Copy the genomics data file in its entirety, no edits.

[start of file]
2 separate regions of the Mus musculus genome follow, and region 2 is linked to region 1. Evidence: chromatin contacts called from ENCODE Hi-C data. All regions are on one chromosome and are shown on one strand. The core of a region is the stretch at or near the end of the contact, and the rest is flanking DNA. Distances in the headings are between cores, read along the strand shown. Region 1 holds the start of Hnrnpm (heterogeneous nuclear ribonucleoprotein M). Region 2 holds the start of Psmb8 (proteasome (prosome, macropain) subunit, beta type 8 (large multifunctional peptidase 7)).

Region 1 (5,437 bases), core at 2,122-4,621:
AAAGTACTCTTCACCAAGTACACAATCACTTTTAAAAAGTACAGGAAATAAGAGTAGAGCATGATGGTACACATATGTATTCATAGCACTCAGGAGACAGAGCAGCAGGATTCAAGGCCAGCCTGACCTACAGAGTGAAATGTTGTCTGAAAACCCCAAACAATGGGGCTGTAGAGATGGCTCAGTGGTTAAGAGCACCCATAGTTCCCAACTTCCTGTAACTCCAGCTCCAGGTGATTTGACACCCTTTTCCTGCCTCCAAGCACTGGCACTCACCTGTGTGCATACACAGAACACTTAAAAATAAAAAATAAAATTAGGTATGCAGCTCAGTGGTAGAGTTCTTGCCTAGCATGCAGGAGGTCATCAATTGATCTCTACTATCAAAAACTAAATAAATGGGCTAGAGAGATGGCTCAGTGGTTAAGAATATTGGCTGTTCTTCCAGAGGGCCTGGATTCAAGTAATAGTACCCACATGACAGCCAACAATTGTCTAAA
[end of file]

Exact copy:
2 separate regions of the Mus musculus genome follow, and region 2 is linked to region 1. Evidence: chromatin contacts called from ENCODE Hi-C data. All regions are on one chromosome and are shown on one strand. The core of a region is the stretch at or near the end of the contact, and the rest is flanking DNA. Distances in the headings are between cores, read along the strand shown. Region 1 holds the start of Hnrnpm (heterogeneous nuclear ribonucleoprotein M). Region 2 holds the start of Psmb8 (proteasome (prosome, macropain) subunit, beta type 8 (large multifunctional peptidase 7)).

Region 1 (5,437 bases), core at 2,122-4,621:
AAAGTACTCTTCACCAAGTACACAATCACTTTTAAAAAGTACAGGAAATAAGAGTAGAGCATGATGGTACACATATGTATTCATAGCACTCAGGAGACAGAGCAGCAGGATTCAAGGCCAGCCTGACCTACAGAGTGAAATGTTGTCTGAAAACCCCAAACAATGGGGCTGTAGAGATGGCTCAGTGGTTAAGAGCACCCATAGTTCCCAACTTCCTGTAACTCCAGCTCCAGGTGATTTGACACCCTTTTCCTGCCTCCAAGCACTGGCACTCACCTGTGTGCATACACAGAACACTTAAAAATAAAAAATAAAATTAGGTATGCAGCTCAGTGGTAGAGTTCTTGCCTAGCATGCAGGAGGTCATCAATTGATCTCTACTATCAAAAACTAAATAAATGGGCTAGAGAGATGGCTCAGTGGTTAAGAATATTGGCTGTTCTTCCAGAGGGCCTGGATTCAAGTAATAGTACCCACATGACAGCCAACAATTGTCTAAA